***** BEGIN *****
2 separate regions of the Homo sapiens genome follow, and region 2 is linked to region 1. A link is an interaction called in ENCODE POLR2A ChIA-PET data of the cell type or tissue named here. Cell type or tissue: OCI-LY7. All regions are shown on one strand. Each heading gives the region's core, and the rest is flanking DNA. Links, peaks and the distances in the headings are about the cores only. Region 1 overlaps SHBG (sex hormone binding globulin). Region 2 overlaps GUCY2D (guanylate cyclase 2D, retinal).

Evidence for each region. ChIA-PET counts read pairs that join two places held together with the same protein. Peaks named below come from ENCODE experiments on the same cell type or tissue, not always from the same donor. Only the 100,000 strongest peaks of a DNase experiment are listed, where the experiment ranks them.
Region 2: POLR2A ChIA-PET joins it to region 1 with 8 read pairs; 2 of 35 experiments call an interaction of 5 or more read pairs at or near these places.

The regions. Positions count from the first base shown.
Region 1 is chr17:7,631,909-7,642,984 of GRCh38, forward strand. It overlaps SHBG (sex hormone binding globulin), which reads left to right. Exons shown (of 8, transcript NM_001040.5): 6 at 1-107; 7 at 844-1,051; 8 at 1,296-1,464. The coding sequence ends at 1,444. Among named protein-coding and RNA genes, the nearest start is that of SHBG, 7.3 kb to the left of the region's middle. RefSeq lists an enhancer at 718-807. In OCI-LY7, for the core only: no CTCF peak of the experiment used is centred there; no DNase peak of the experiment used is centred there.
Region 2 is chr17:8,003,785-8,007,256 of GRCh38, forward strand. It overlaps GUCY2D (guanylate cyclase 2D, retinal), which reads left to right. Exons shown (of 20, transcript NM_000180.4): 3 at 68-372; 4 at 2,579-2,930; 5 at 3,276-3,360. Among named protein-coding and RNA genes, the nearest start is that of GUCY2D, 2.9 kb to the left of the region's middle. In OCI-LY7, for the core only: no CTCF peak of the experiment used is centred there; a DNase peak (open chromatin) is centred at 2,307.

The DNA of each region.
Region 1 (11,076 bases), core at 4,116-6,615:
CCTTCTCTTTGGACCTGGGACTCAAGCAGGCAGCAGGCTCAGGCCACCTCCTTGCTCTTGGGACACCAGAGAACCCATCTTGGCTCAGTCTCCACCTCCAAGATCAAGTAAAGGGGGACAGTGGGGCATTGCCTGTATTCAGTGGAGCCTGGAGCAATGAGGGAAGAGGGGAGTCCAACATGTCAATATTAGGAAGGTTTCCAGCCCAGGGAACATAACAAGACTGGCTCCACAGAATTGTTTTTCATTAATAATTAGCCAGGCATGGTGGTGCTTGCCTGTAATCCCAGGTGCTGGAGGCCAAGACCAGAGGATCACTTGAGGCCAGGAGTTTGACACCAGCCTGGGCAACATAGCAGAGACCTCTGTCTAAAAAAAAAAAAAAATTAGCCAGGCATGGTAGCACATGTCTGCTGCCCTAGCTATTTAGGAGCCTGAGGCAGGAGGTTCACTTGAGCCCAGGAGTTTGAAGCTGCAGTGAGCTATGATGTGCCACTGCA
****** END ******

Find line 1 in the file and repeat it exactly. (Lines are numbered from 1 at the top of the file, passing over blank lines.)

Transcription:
2 separate regions of the Homo sapiens genome follow, and region 2 is linked to region 1. A link is an interaction called in ENCODE POLR2A ChIA-PET data of the cell type or tissue named here. Cell type or tissue: OCI-LY7. All regions are shown on one strand. Each heading gives the region's core, and the rest is flanking DNA. Links, peaks and the distances in the headings are about the cores only. Region 1 overlaps SHBG (sex hormone binding globulin). Region 2 overlaps GUCY2D (guanylate cyclase 2D, retinal).